October 19, 2007

Simple home networking with SSH

Author: Drew Ames

The Secure Shell (SSH) network protocol makes it easy to connect computers that are running Linux, share files, and remotely run applications. Along with an X server, it can make sharing a single computer simple on a home network.

In my home, my wife and I need to share a desktop computer -- often at the same time. The computer runs Slackware Linux, and we have individual user accounts, Thunderbird email profiles, Firefox bookmarks, and other documents. Linux gives us the ability to share the computer by using multiple X Window sessions, each on its own virtual terminal. But the computer has only one monitor and one keyboard, which limits us to one user at a time.

To let us use the system concurrently, I bought a laptop computer, installed openSUSE on it, and set up a wireless router. By connecting to the desktop computer using SSH, the laptop functions as an extension of the desktop -- essentially a second keyboard and monitor. Additionally, KDE's Konqueror and the GNOME's Nautilus file manager can use SSH to remotely connect to another computer. The result is a much more efficient way to share resources than shuttling files back and forth with a flash drive.

Configuring the SSH daemon

To set up this kind of network connection, the first step is to make sure that SSH is installed. OpenSSH, an open source implementation of the SSH protocol, is included in most Linux distributions. If it is not on your system, the official OpenSSH application for Linux is available from the download page of OpenSSH's Web site.

Once you're sure you have SSH, you should configure the SSH daemon on the computer to which you want to connect. The configuration file at /etc/ssh/sshd_config, and is well-commented, but it needs a few edits to make it more useful and secure. The file states that:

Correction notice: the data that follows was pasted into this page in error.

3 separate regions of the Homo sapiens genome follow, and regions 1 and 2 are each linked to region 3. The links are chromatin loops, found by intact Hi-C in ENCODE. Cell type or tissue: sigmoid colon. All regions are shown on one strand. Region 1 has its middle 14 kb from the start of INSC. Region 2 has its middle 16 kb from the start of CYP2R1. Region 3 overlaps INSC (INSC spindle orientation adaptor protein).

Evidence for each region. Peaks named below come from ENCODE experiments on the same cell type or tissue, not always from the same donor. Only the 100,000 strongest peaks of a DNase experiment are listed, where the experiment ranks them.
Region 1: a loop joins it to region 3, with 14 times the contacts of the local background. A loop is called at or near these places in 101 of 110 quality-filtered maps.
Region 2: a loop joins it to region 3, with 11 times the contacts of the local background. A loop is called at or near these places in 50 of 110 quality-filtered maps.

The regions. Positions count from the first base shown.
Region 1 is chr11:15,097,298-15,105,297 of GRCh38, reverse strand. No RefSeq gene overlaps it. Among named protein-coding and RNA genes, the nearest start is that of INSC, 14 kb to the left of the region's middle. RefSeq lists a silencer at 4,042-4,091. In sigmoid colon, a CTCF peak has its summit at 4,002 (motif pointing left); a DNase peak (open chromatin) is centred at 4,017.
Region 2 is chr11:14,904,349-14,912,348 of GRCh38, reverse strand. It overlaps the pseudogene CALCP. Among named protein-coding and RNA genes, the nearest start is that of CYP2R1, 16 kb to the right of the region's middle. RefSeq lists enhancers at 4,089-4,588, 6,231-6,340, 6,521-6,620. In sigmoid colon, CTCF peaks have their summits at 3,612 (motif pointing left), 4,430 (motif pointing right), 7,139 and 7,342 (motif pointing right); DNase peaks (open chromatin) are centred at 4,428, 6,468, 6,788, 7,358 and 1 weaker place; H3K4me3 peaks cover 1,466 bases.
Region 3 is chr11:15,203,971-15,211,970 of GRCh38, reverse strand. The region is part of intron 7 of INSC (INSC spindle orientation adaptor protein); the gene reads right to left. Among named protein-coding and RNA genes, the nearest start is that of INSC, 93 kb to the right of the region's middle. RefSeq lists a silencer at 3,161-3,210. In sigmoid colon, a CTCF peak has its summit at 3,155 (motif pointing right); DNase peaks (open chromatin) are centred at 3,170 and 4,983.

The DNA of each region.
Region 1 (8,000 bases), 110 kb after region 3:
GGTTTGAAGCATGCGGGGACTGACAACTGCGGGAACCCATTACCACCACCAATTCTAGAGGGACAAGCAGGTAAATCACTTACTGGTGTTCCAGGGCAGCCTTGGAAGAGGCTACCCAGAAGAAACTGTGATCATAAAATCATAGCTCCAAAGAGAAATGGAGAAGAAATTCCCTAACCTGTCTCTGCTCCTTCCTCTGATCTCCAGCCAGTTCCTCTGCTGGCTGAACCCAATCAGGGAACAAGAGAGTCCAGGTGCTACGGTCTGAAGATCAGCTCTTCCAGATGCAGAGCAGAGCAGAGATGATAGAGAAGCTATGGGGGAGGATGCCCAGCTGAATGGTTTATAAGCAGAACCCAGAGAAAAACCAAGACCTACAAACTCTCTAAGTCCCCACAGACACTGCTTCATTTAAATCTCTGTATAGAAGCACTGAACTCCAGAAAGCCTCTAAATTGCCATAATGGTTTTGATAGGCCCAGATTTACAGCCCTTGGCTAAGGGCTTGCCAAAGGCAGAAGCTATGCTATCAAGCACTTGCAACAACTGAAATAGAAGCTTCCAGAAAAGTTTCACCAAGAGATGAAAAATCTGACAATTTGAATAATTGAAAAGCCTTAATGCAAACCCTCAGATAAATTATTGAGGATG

# The strategy used for options in the default sshd_config shipped with
# OpenSSH is to specify options with their default value where
# possible, but leave them commented.  Uncommented options change a
# default value.

So to change an option, delete the number sign from the beginning of the line. At a minimum, you must change three options. As the root user, or from sudo, open /etc/ssh/sshd_config in a text editor, and search for and change the following lines:

  • Change #Protocol 2,1 to Protocol 2. SSH can use two versions of its protocol, with the second more secure than the first. This option forces SSH to use the more secure protocol.
  • Change #PermitRootLogin yes to PermitRootLogin no in order to keep remote users from logging into the computer as the root user. If you need to perform system maintenance or other activities that require root user privileges, use sudo or su to become root after logging in as a regular user.
  • Change #X11Forwarding no to X11Forwarding yes. This option makes it possible to run more than just command-line-based programs over an SSH connection.

Save the file and the SSH daemon is configured for simple home networking. The daemon is usually already running as part of most default Linux installations.

Before you can connect to the host from another machine, you need to know its IP address. As the root user, or with sudo, use the ifconfig command (interface configurator) to determine the IP address of the host computer. Look for the line starting with "inet addr" for the connection type you have ("eth0" for the Ethernet card, "ath0" or a different designation for the wireless card).

Using SSH to run programs remotely